> novelThe problem & solution seemed trivial, not novel: tallest structure with _these four_ pieces (get them on their sides) vs. _any four_ pieces (hmm what is the longest piece, will it be stable on its side, can they be stacked, what will help them stack, etc.)
 Hah, my first thought was actually a boat hull a diamond building platform sail!
 here is mine. collectible somewhere across the atlantic ocean. dont get me wrong i loved lego. but my playing days are about 20 years behind me.
 Have you tried recently? It's still fun, just unfairly stigmatized as a kids only thing.As an adult no one bats an eye if you play something like Cities: Skylines, minecraft or dwarf fortress. There's an army of adults playing FarmVille. So why not lego?
 Ah, jacquesm bait, ok here is my solution (left), right one is an alternative to yours.http://imgur.com/a/h7HnBjust the tops:
 I feel like they should be attached and not stacked?https://imgur.com/gallery/W13nRFwiw: 10.3cm
 https://i.imgur.com/zUl5AP8.jpgMeasured 10.7cm: https://i.imgur.com/I637r2v.jpgWhat have you done to me!? Can't stop.
 I never considered that the backplane is the same height as the inter dot distance. I thing I can think of as a possible improvement would be to put the single dot side ways, and put a grain of salt on each side. Or find a very slight indentation to put it in.
 I really like the thinking of moving the smallest piece to the very bottom!This would make a great quiz night team challenge or corporate team-building activity.
 One of the conditions was that it should be able to stand on its own ('freestanding'), that one can't balance on the lower piece.
 LOL. Can't wait to show those pictures to my daughter. thanks
 You're welcome :) That's a nasty trick though but it is actually designed to be used that way, Lego has all kinds of interesting tricks.Come to think of it this is an interesting game in the making, much better than most (or even all) games that lego makes:Given x pieces from some set you get to take turns trying to make the highest combination, or, alternatively, all kids at a party are handed the same lego pieces and the winner gets some prize.
 As a former Lego building champion I couldn't resist ;-)
 Show with real parts that it remains standing. I tried building that one and could not get it to balance. Maybe you can find some position where the COG is over the little piece.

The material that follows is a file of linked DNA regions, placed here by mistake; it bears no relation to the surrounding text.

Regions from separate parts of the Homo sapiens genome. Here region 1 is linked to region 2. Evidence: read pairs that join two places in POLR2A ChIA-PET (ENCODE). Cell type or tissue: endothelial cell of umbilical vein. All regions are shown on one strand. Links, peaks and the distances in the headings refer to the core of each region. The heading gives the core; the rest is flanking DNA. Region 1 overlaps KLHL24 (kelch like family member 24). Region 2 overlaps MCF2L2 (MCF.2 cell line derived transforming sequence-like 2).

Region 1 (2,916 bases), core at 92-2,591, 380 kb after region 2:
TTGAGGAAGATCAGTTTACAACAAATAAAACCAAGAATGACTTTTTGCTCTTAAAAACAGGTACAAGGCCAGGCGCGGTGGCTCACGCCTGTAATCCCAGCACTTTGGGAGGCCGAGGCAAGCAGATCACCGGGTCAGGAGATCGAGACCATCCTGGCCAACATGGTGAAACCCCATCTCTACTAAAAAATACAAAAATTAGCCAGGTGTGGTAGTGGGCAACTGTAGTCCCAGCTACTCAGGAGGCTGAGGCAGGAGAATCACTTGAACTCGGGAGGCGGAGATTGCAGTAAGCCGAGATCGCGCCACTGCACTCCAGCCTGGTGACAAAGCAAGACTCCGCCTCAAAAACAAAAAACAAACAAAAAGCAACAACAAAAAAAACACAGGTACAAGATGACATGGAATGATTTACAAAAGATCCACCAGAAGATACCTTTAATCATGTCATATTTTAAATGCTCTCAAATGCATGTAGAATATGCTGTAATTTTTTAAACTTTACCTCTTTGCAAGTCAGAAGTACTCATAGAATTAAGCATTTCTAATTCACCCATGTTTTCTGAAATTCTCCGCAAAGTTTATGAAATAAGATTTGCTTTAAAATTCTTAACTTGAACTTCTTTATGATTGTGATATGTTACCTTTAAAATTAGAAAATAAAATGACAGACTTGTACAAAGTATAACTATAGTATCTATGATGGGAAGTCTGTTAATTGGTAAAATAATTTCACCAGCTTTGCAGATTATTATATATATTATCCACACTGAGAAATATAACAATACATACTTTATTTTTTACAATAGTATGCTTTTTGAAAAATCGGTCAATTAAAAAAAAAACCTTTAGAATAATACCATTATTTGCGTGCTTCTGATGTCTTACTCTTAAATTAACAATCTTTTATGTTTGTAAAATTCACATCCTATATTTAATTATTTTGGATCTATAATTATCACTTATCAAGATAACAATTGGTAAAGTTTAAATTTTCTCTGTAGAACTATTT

Reminds of a genetic algorithm that was made to optimize lego structures[0]. One of the most notable results of this was optimizing for a structure as long as possible with a single support. What they got was a 2 meter long organic looking cantilever that experienced significant brick deformation[1]
 I think you can do ever so slightly better by moving the pink dot to the highest pip on the 2x2 green cylinder - it extends a little beyond the pip, so you'd gain about a millimeter that way.If it's not cheating to have parts not completely attached, you could maybe even balance the pink dot on top of the green cylinder for an extra 3-4mm.
 if you dont have to be attached then place it under the blue brick
 easier to balance on top, but I think it's not a "building" any more than.
 Maybe not a building, but still a structure ;)
 I had exactly those two ideas, even before looking at the solution proposed in the article :)
 Ok, an even better one:
 You could make the one on the left even taller by tilting the yellow rectangle so it also utilizes the hypotenuse
 now do one with the top piece upside down (or put that piece on the bottom)
 I tried, it will not balance (nor at the bottom, because COG is off-center too far from the center of the round 1x1 plate for it to be able to stand on its own).I'd love for someone to beat this one.
 >The only rule is “The structure needs to stand on its own.”Melt it down and recast it, duh. :)
 Well, taking away the implicit rules, the limit becomes simply "the tallest structure we can build with current technology".For example, put the four Lego pieces on top of the Eiffel Tower, and you've now created a structure that is height "Eiffel Tower + Lego" - and it's made with those four pieces ('with', not 'only with' :) )
 Well yeah... but there's this: http://www.space.com/12546-lego-figures-jupiter-juno-spacecr...
 I think that is cheating, because after the recasting is done you are left with a single piece. The instructions clearly say 4 pieces ;)
 Recast the individual pieces, then.
 I'm sure I can do better with a good knife.
 Or recast as one long one and cut it up.
 People like you ruin rubix cubes. :p
 Nah, they break one piece out, flip it and then put it back in, then mess up the pattern and gift it to someone for their birthday.
 I got my girlfriend a 5x5x5 for her birthday and she accused me of swapping tiles when she got stuck on the last two. Almost ended the relationship.
 The lesson here: If you gift a puzzle, you better be able to solve the puzzle ^.^
 Or cut all the pieces into as much long pieces as possible, then stack them.
 Very fun! It reminds me of teaching my son to play tic-tac-toe. He started in the top-left, I went center, he went top-center, I blocked top-right, he went in between top-left and top-center and quickly claimed victory. I gave him that one and said he had to go in an unused square. Next game he started top-left, I went center, he went top-center and then before I could go he hurried and went top-right and again claimed victory. I don't remember what we did after that but I do remember thinking it was more fun pushing the rules than the actual game.
 Childrens logic: if it isn't said outright before the game then it isn't a rule. You lost fair & square.
 To entertain myself, I gave this some thought before I clicked. I assumed exactly what the title says: which 4 lego pieces create the tallest structure that stands on it's own.Well, we need the biggest bricks we can find, my mind went to the ship hulls: https://www.ebay.com/p/?iid=282223262072&&&dispItem=1&chn=psSo how can we connect 2 of these together, and make it stand vertical? Or can we?It might be that we need the 3 pieces to make the brick stand... I'm not sure.And then I clicked on the article...(I'm not sure if I've even found the largest brick, or if I've found a 3 brick component; how do we define "brick"? Why do I care? Please comment and subscribe, it really helps ;)